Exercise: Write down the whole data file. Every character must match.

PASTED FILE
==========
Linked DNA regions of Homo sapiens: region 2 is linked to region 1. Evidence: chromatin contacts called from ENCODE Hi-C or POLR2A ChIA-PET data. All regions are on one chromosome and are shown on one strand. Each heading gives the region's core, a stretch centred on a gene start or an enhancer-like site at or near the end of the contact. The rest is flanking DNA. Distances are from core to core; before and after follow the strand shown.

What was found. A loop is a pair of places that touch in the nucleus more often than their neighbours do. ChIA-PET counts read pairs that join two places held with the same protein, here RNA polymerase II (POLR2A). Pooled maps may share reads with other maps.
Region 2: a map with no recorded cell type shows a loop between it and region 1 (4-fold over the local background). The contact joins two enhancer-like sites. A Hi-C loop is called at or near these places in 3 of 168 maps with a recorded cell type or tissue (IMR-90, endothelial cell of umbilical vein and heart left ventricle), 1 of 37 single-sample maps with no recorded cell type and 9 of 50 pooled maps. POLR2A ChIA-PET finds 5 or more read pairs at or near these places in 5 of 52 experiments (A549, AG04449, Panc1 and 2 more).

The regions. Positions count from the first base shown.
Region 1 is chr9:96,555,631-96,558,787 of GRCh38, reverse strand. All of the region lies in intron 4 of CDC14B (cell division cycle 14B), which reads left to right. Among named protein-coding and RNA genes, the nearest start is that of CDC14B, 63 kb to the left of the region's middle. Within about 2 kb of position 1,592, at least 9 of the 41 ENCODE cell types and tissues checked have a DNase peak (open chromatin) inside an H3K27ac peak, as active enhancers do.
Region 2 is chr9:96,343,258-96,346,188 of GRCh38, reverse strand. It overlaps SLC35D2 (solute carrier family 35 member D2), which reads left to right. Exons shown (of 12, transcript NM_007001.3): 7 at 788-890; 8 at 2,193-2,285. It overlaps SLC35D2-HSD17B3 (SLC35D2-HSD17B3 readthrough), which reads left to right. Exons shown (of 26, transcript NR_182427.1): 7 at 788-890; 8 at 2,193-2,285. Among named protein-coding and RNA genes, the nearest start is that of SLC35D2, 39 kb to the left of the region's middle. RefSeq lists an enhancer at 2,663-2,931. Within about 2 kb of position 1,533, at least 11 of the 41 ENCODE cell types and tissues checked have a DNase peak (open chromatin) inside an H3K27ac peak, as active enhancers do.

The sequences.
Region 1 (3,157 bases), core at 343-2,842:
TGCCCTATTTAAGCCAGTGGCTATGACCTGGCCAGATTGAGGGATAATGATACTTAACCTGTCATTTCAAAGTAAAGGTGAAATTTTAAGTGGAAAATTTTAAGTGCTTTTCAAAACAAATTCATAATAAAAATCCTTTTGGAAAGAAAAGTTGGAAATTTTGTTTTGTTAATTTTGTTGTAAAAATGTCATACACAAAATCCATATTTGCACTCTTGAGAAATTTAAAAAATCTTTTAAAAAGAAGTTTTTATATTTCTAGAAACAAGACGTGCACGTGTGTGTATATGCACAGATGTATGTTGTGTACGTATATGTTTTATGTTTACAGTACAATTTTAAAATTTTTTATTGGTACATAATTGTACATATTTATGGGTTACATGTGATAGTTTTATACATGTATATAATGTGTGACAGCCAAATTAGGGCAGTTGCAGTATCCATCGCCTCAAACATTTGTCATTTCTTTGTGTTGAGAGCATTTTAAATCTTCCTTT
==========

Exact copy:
Linked DNA regions of Homo sapiens: region 2 is linked to region 1. Evidence: chromatin contacts called from ENCODE Hi-C or POLR2A ChIA-PET data. All regions are on one chromosome and are shown on one strand. Each heading gives the region's core, a stretch centred on a gene start or an enhancer-like site at or near the end of the contact. The rest is flanking DNA. Distances are from core to core; before and after follow the strand shown.

What was found. A loop is a pair of places that touch in the nucleus more often than their neighbours do. ChIA-PET counts read pairs that join two places held with the same protein, here RNA polymerase II (POLR2A). Pooled maps may share reads with other maps.
Region 2: a map with no recorded cell type shows a loop between it and region 1 (4-fold over the local background). The contact joins two enhancer-like sites. A Hi-C loop is called at or near these places in 3 of 168 maps with a recorded cell type or tissue (IMR-90, endothelial cell of umbilical vein and heart left ventricle), 1 of 37 single-sample maps with no recorded cell type and 9 of 50 pooled maps. POLR2A ChIA-PET finds 5 or more read pairs at or near these places in 5 of 52 experiments (A549, AG04449, Panc1 and 2 more).

The regions. Positions count from the first base shown.
Region 1 is chr9:96,555,631-96,558,787 of GRCh38, reverse strand. All of the region lies in intron 4 of CDC14B (cell division cycle 14B), which reads left to right. Among named protein-coding and RNA genes, the nearest start is that of CDC14B, 63 kb to the left of the region's middle. Within about 2 kb of position 1,592, at least 9 of the 41 ENCODE cell types and tissues checked have a DNase peak (open chromatin) inside an H3K27ac peak, as active enhancers do.
Region 2 is chr9:96,343,258-96,346,188 of GRCh38, reverse strand. It overlaps SLC35D2 (solute carrier family 35 member D2), which reads left to right. Exons shown (of 12, transcript NM_007001.3): 7 at 788-890; 8 at 2,193-2,285. It overlaps SLC35D2-HSD17B3 (SLC35D2-HSD17B3 readthrough), which reads left to right. Exons shown (of 26, transcript NR_182427.1): 7 at 788-890; 8 at 2,193-2,285. Among named protein-coding and RNA genes, the nearest start is that of SLC35D2, 39 kb to the left of the region's middle. RefSeq lists an enhancer at 2,663-2,931. Within about 2 kb of position 1,533, at least 11 of the 41 ENCODE cell types and tissues checked have a DNase peak (open chromatin) inside an H3K27ac peak, as active enhancers do.

The sequences.
Region 1 (3,157 bases), core at 343-2,842:
TGCCCTATTTAAGCCAGTGGCTATGACCTGGCCAGATTGAGGGATAATGATACTTAACCTGTCATTTCAAAGTAAAGGTGAAATTTTAAGTGGAAAATTTTAAGTGCTTTTCAAAACAAATTCATAATAAAAATCCTTTTGGAAAGAAAAGTTGGAAATTTTGTTTTGTTAATTTTGTTGTAAAAATGTCATACACAAAATCCATATTTGCACTCTTGAGAAATTTAAAAAATCTTTTAAAAAGAAGTTTTTATATTTCTAGAAACAAGACGTGCACGTGTGTGTATATGCACAGATGTATGTTGTGTACGTATATGTTTTATGTTTACAGTACAATTTTAAAATTTTTTATTGGTACATAATTGTACATATTTATGGGTTACATGTGATAGTTTTATACATGTATATAATGTGTGACAGCCAAATTAGGGCAGTTGCAGTATCCATCGCCTCAAACATTTGTCATTTCTTTGTGTTGAGAGCATTTTAAATCTTCCTTT